I am trying to find a roughly 7/64" to 1/8" (~3mm) DIA rope I can easily every day carry.

The rope must be:

  • Strong, working limit 200-300+lbf
  • Light weight
  • Knot compatible
  • Resilient to exposure outside optional
  • Low stretch
  • Low / no creep

What I have looked into:

  • Dyneema

This material is has the highest tensile strength but is too slippery and cuts into itself when knotted. It is should be only spliced.

  • Polypropylene

Not resilient or strong. Mostly comes in a hallow braid that makes it not ideal for knots.

  • Nylon

This material ticks most boxes except strength is somewhat lacking. The 550 paracord I have is rated for 110lbf working load. As I understand. Paracord has a stranded nylon cord core.

  • Vectran

Appears to fit almost all the boxes. It is very susceptible to UV degradation so it must be sheathed. I have also read it very stiff and difficult to knot as a result. I wonder what the minimum bend radius of this material is at smaller diameters that I desire. Vectran's primary benefit appears to be low creep and good heat resistance.

Final use is camping: stringing up shelters, hammocks, occasionally lifting things with a sheave, etc. I want a versatile rope that I can carry outdoors and use when needed.

  • Do I understand right that you are looking for 'rope' of about 3 mm diameter? Many people call that cord, not rope.
    – Willeke
    Oct 31, 2023 at 11:14
  • Yes, my apologies for not being clear. Oct 31, 2023 at 11:59

1 Answer 1


Looks at what's supplied for use on boats. Any chandlery will have a range of ropes/cords for different loads.

A safety factor of 5 is normally used for living loads, so to get a 220lb working limit you want a 500kg breaking strength. That's 5mm in this ordinary braided polyester yacht rope.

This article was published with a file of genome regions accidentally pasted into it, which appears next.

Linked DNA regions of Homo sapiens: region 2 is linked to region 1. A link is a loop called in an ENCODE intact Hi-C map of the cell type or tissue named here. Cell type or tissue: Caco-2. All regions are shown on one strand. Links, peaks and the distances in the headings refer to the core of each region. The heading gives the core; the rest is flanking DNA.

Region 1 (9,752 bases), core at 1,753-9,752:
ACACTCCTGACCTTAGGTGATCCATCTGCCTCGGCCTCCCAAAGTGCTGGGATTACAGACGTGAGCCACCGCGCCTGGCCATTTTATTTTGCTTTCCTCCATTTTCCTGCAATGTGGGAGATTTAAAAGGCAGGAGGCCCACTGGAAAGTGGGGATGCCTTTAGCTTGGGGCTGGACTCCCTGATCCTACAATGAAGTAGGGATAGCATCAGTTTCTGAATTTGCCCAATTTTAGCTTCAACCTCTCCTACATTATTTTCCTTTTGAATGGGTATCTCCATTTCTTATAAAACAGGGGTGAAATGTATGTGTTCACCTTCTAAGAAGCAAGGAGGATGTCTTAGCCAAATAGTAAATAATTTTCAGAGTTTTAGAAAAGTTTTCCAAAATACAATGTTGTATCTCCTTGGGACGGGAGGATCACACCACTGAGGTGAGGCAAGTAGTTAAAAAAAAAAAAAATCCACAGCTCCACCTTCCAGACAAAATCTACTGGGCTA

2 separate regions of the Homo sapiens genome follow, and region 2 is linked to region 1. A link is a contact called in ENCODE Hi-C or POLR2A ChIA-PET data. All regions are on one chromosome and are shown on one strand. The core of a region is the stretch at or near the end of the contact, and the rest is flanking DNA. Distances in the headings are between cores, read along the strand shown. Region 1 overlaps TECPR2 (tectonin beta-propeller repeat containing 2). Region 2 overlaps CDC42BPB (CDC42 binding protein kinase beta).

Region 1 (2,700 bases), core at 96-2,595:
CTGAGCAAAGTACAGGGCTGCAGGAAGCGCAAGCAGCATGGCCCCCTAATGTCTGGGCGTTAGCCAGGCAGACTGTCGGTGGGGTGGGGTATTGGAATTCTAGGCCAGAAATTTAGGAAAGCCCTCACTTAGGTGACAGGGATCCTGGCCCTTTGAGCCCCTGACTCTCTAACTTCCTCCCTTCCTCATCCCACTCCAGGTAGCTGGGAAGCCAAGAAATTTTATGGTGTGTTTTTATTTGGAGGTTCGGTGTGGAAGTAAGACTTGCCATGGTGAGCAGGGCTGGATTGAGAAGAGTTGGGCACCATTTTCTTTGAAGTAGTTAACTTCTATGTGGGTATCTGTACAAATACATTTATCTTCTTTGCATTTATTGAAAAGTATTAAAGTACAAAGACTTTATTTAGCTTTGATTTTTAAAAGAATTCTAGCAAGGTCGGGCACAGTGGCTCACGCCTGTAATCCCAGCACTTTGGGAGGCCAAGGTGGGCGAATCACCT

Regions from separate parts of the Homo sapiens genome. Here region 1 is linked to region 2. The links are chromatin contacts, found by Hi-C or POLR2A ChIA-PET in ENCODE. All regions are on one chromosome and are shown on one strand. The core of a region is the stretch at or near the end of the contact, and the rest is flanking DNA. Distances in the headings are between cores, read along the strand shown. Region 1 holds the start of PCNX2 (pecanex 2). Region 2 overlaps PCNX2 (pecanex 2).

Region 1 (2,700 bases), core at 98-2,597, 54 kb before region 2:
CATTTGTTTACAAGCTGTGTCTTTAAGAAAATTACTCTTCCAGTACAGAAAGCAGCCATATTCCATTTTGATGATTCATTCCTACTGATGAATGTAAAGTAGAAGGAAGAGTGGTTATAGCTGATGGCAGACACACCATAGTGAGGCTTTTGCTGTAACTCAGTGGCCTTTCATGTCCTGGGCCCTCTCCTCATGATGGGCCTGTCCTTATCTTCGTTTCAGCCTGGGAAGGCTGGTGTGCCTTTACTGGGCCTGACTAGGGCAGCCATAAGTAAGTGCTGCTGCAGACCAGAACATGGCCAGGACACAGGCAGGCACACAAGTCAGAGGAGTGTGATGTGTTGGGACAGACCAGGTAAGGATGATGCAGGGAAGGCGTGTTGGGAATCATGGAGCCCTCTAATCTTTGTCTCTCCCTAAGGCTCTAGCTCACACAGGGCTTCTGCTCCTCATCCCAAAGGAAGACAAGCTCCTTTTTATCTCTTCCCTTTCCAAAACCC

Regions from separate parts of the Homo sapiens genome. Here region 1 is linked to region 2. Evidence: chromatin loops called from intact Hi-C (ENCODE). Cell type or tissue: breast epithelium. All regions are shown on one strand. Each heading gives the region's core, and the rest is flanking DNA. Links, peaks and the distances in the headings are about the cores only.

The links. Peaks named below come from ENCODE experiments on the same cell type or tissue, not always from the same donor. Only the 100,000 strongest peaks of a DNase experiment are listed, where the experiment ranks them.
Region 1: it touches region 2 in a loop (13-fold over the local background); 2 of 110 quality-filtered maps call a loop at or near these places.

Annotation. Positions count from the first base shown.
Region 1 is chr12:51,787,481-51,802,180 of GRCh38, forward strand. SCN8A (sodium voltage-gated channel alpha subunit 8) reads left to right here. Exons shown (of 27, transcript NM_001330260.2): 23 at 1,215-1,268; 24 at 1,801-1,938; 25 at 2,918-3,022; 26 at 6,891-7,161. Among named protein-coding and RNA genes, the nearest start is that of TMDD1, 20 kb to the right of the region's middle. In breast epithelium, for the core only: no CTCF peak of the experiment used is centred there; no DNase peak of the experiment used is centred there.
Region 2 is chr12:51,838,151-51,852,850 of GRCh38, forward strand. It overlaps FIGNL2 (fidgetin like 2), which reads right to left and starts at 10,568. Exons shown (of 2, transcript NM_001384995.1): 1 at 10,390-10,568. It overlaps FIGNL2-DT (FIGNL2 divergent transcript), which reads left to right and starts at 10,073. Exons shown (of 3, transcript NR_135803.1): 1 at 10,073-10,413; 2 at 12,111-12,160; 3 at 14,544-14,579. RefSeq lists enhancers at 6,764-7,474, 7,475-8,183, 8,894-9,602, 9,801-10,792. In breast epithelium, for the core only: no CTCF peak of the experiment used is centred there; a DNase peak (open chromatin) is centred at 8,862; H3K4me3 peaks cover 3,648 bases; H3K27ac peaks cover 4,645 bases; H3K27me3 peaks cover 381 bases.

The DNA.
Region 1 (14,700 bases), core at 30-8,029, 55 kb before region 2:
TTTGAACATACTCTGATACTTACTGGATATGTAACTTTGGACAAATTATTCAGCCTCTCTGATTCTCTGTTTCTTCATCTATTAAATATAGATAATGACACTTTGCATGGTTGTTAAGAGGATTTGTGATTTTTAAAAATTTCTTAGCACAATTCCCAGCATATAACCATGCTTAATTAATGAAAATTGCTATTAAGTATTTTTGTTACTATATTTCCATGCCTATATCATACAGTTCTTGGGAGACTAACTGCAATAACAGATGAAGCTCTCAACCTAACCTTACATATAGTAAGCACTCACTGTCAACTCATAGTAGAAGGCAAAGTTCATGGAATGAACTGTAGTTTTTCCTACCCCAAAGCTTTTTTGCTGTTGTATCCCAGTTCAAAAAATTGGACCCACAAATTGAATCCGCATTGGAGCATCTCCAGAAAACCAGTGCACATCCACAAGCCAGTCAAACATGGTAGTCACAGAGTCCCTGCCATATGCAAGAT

To go much thinner you do need something exotic, like 3-4mm Dyneema, with its downsides around knotting.

However for most of those uses, you're not going to be anywhere near the maximum working load you specify. The possible exception is for hammocks, when the load is shared between multiple lengths (usually 2 at each end). Given the low risk, assuming you're not high off the ground, you'd still be OK. Lightweight hammock users use 3mm Dyneema, indicating that there's not much better.

Finally utility cord for everyday carrying doesn't have to do all the jobs. Cheap 3mm paracord will do for slinging loads you can lift, as well as for putting up a tarp, and general securing duties. When you carry a hammock, you could carry something more specific for use with that - and in fact you should, as it's better for the tree to put webbing round it with cord fastened to that if necessary.

  • 1
    This is a thoughtful response. Thank you for the information. I agree it makes sense to use not try to shoehorn an EDC cord into tasks it really ought not to do. You also made a great point about what hammock users. Thank you Oct 31, 2023 at 12:02

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